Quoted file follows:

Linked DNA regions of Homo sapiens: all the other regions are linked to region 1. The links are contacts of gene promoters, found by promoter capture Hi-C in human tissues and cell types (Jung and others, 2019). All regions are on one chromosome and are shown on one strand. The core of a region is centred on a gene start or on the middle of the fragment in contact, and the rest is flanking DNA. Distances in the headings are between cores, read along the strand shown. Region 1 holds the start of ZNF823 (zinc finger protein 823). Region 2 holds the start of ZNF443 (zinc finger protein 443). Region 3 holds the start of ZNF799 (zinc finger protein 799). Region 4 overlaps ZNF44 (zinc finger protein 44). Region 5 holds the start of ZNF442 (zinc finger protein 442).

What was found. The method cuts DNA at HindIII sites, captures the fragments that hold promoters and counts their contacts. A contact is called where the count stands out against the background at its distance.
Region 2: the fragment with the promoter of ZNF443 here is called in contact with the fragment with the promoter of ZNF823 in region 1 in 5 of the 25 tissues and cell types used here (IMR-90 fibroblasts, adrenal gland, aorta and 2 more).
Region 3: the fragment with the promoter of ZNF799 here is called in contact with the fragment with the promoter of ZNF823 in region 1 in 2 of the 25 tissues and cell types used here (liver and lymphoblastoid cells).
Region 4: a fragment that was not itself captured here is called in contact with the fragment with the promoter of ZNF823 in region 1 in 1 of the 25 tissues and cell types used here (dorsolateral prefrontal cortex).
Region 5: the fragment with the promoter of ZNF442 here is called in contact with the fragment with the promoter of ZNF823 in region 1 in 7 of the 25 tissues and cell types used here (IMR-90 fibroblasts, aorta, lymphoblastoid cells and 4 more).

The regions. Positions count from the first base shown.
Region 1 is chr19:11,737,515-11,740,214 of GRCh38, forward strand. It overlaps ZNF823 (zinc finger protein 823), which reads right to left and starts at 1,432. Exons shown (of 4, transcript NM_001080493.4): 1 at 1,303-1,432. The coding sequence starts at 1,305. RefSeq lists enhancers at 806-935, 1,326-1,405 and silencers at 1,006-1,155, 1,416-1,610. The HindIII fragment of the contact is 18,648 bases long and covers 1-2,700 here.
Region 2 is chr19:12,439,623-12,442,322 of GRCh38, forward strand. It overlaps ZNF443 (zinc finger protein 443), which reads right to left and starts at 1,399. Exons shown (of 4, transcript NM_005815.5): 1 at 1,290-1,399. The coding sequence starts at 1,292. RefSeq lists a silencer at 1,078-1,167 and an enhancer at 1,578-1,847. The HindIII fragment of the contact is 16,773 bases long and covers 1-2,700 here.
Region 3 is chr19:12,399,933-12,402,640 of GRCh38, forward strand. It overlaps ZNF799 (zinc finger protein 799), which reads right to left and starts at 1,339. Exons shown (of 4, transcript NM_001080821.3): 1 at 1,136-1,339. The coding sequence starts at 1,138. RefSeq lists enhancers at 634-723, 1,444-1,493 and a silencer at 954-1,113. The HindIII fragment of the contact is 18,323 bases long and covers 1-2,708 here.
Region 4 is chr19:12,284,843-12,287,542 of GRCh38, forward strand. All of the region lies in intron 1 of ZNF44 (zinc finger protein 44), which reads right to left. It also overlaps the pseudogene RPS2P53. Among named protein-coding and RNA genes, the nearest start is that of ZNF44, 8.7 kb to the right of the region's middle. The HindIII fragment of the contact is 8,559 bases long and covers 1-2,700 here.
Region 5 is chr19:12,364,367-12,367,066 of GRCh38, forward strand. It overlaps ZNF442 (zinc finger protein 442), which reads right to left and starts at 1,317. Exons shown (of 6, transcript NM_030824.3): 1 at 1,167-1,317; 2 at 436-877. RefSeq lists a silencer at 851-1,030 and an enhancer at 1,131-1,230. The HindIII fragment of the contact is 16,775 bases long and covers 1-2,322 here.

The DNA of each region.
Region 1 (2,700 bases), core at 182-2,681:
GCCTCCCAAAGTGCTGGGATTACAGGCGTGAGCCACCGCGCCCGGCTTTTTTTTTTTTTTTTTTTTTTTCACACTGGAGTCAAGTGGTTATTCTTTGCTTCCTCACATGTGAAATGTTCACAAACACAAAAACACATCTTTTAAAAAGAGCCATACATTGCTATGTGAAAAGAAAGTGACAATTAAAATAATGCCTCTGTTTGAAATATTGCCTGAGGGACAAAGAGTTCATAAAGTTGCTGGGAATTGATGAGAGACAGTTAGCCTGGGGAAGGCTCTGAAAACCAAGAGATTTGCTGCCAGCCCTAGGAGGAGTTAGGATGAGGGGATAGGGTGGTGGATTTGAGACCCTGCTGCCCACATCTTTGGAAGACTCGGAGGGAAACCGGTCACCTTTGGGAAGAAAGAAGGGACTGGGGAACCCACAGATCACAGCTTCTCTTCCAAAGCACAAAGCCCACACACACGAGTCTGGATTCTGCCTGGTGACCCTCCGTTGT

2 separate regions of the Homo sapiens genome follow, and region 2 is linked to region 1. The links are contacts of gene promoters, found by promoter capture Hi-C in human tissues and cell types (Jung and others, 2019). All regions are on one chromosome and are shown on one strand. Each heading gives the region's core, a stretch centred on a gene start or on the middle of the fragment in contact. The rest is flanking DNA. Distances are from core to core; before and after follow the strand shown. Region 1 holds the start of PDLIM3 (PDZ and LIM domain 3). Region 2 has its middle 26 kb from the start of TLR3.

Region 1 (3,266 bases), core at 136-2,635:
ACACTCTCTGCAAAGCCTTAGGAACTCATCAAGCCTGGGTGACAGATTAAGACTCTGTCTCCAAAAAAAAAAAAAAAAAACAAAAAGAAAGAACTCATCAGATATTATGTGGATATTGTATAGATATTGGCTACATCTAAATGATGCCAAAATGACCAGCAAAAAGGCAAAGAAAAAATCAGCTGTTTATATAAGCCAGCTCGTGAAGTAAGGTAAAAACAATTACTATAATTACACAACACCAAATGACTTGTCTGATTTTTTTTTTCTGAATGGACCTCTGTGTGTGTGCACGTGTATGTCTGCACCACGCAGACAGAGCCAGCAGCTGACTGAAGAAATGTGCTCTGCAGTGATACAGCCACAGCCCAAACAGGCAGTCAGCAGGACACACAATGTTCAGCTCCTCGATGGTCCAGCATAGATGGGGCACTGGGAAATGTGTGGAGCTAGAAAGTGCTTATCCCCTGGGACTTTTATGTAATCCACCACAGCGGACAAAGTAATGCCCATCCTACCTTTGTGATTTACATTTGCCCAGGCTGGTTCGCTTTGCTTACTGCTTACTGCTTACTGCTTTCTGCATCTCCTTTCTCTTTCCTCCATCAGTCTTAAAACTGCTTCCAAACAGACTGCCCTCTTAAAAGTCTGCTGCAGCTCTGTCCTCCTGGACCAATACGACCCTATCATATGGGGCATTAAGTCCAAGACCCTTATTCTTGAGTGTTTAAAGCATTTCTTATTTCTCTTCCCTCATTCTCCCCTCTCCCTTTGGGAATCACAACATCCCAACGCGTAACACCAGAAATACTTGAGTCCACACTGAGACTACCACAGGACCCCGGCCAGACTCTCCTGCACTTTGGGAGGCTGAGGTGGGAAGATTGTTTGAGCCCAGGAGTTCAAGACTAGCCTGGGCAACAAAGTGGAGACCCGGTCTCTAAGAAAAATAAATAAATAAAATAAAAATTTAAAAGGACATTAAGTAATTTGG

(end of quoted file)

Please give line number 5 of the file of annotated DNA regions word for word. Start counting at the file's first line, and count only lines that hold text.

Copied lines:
Region 4: a fragment that was not itself captured here is called in contact with the fragment with the promoter of ZNF823 in region 1 in 1 of the 25 tissues and cell types used here (dorsolateral prefrontal cortex).